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Fraud Costs Everyone
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Wrecking a car and lying about it or staging an accident to get a payout are crimes that can cost a perpetrator dearly. Similarly, any inaccuracies reported (about a child's GPA, ZIP code where a car is garaged, etc.) for financial gain is also technically fraud.

This type of "soft fraud" is far more common than hard fraud -- and is much harder for the industry to deal with because it's so difficult to detect. Consider "claims padding," such as urging a body shop to fix dents that never happened after a car accident or claiming more serious pain or injuries than actually suffered.

Although perpetrators might think of these as victimless crimes, everyone with an Auto policy pays for them in higher rates needed to offset the cost of phony claims.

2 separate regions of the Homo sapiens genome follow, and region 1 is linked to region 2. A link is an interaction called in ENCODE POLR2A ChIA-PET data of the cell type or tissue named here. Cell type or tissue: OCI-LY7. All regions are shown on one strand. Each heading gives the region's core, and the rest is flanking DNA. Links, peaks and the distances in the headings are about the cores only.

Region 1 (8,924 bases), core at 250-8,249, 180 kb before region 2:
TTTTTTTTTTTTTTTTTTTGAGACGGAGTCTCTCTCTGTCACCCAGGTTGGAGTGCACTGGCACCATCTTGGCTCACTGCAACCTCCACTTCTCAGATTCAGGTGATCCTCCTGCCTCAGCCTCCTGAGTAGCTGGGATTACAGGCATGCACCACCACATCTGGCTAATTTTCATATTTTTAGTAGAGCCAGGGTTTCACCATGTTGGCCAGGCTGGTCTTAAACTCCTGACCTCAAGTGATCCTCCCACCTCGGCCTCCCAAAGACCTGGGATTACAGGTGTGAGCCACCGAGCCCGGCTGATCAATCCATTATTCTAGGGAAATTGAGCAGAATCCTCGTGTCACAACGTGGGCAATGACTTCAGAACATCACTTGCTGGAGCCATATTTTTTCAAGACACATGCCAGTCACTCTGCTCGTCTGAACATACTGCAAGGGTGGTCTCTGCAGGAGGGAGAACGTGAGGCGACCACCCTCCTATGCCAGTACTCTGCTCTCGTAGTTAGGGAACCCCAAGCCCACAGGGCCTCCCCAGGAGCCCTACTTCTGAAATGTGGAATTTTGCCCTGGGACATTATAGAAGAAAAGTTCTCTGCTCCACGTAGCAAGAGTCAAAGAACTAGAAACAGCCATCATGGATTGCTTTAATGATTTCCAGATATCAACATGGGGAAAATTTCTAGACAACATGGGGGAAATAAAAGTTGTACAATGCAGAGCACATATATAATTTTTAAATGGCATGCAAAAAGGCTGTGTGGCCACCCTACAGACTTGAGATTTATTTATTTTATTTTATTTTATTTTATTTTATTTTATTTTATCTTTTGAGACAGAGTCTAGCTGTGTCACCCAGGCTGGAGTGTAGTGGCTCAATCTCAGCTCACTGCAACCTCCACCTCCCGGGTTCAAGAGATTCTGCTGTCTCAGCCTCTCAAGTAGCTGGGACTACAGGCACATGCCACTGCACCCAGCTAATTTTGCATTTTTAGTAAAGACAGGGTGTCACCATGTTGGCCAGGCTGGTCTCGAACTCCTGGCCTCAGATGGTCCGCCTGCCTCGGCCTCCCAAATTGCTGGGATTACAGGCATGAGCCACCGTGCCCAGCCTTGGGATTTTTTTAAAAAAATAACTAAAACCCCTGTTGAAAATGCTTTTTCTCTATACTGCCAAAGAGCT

Here are a few common examples of soft fraud, as described by Allstate and the auto buying and research site, CarsDirect.com:

  • Grade faking: A parent or student lies about high grades to get a good-student discount.
  • Location lies: A policyholder tries to get a premium cut by using a parent's address in a rural, less-traveled area to register and insure a car that's usually driven in a more accident-prone city. He also tells his insurer that he drives half the miles that he really does.
  • Missing drivers: A family fails to inform their insurance company that there are two teen drivers in the household, not just mom and dad.

Soft fraud is usually treated as a misdemeanor. Depending on the seriousness of the offense, it could cost the scammer a fine of up to $15,000, jail or prison time, and probation -- not to mention the humiliation of going through the legal system.

 
Gordon O’Neill
Other articles by: Gordon O’Neill
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